He was accompanied by Brady KC9TPA  from the US who has been helping David with development. There was a demonstration of the latest FreeDV modes and SSB signal in dodgy conditions and then the fully digital chained SDR and the results were remarkable from 3/1 to 5/9.

David passed around the SM-2000 PCB and it is a great development board with the discrete RF and radio blocks accessible and understandable. These boards, circuitry and software are all open source  – great work David! There was a plea from David for more people to get involved with the team and actually help with different aspects of the project. This presentation was videoed and is available with last Year’s FreeDV video.


Joe VK3YSP and Julie VK7FOWL  then did a presentation on a. Homebrew Speech synthesiser for the FT-817

Joe took that audience through the process of using the Arduino and voice synthesis chipo to take the various settings on the FT817 the voice used was the  British female voice nicknamed Rachel. Enough Said!


The next presentation was by Glenn VK1XX on the near effects of ground on your field day setup or repeater site.

Glenn took us through the theory of Fresnel zones, wavefront and Ray diagrams and the different diffraction patterns

The key principle demonstrated was the Knife edge diffraction attenuation through the blocking of the various fresnel zones.

Glenn applied this knowledge to Rex’s 10GHz operation and concluded that on flat ground Rex really needs to be on top of his vehicle to improve performance!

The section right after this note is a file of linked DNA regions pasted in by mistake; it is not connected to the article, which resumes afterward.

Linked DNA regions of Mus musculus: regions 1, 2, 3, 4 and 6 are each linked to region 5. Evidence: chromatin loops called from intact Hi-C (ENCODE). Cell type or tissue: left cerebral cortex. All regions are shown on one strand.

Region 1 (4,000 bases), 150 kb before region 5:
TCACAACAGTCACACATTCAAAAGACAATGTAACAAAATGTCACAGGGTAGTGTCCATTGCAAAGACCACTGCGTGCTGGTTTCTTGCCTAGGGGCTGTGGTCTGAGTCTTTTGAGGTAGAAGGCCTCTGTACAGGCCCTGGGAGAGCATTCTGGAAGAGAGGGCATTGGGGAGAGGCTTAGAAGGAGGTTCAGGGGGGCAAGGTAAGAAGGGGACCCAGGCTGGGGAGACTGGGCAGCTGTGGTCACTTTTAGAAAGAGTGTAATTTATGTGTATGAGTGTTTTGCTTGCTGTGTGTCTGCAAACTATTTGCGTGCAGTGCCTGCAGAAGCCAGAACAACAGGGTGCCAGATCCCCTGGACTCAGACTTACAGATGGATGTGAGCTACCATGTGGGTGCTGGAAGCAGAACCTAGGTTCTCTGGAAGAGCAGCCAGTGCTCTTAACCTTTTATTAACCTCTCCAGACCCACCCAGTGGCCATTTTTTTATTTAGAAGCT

For field day operation with a tower and 6/2/70cm Yagis it would actually be better to put the 6m yagi on the top of the tower to clear the fresnel zones unless on a cliff or steep sloping ground.


The last presentation for the day was Tim VK5ZT with his alternate 3.4GHz Panel mods

These panels have been made popular by the Geelong ARC and Tim has improved on the modifications and simplified them.

VK5ZT mod doesn’t require as much mod as GARC. Tim also reprograms the Microcontroller ATMega  with the help of VK3HZ who disassembled the code. Tim uses an Arduino Nano to the ISP port to the on board ATMEga to reprogram the on board ATMEga8 – use io pin 10 for reset to the on board atmega8.

Tim finished up with the faults and issue with the boards that he has seen – Yellow boards worse than green versions – be careful.


Gippstech Dinner – Morwell Club


Sunday 10/7/16

Rex VK7MO presented about QRP EME on 10GHz

Rex took us through the intricacies of his tests with Charlie G3WDG and the EME low liberation path which enabled them to drop the power to 5W between the 77cm and 3m dishes. Rex then used a neat feature in WSJT which allows you to introduce random noise that degrades the SNR to test what level you would be able to receive the signal at and Rex estimates that it would be in the order of 2W when moon liberation is low.


Julie VK3FOWL and Joe VK3YSP – az-el satellite antenna rotator

Joe and Julie took us through the project they built for an az-el portable satellite antenna mount.

Joe took us through using an $11 accelerometer as a gravity meter, etc module with an Arduino which is mounted on the boom to calculate convert the position to Az-El and that enable you to feed the positioning servos with power to position the boom of the arrow 2/70cm satellite antenna at the satellite and track it through the sky. Joe uses GPredict on Linux to drive it and the Hamlib Libraries. Joe took us through the mechanical challenges and the operation.